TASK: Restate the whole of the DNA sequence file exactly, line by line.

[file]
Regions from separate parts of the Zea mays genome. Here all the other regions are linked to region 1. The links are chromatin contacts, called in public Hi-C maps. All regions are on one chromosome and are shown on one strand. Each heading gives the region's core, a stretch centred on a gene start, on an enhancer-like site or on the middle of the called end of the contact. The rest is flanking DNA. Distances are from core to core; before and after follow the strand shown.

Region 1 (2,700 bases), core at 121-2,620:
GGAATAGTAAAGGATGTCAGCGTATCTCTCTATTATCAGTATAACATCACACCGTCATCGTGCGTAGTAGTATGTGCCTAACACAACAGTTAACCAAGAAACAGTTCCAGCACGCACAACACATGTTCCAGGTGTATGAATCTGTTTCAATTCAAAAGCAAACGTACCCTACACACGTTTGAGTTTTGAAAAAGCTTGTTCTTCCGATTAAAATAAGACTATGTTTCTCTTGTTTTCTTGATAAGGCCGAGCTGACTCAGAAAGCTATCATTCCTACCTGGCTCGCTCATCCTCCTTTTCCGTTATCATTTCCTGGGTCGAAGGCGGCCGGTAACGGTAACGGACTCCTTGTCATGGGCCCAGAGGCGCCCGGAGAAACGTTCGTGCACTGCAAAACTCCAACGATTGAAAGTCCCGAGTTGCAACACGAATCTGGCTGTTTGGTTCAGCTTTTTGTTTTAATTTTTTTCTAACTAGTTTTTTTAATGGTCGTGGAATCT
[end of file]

Regions from separate parts of the Zea mays genome. Here all the other regions are linked to region 1. The links are chromatin contacts, called in public Hi-C maps. All regions are on one chromosome and are shown on one strand. Each heading gives the region's core, a stretch centred on a gene start, on an enhancer-like site or on the middle of the called end of the contact. The rest is flanking DNA. Distances are from core to core; before and after follow the strand shown.

Region 1 (2,700 bases), core at 121-2,620:
GGAATAGTAAAGGATGTCAGCGTATCTCTCTATTATCAGTATAACATCACACCGTCATCGTGCGTAGTAGTATGTGCCTAACACAACAGTTAACCAAGAAACAGTTCCAGCACGCACAACACATGTTCCAGGTGTATGAATCTGTTTCAATTCAAAAGCAAACGTACCCTACACACGTTTGAGTTTTGAAAAAGCTTGTTCTTCCGATTAAAATAAGACTATGTTTCTCTTGTTTTCTTGATAAGGCCGAGCTGACTCAGAAAGCTATCATTCCTACCTGGCTCGCTCATCCTCCTTTTCCGTTATCATTTCCTGGGTCGAAGGCGGCCGGTAACGGTAACGGACTCCTTGTCATGGGCCCAGAGGCGCCCGGAGAAACGTTCGTGCACTGCAAAACTCCAACGATTGAAAGTCCCGAGTTGCAACACGAATCTGGCTGTTTGGTTCAGCTTTTTGTTTTAATTTTTTTCTAACTAGTTTTTTTAATGGTCGTGGAATCT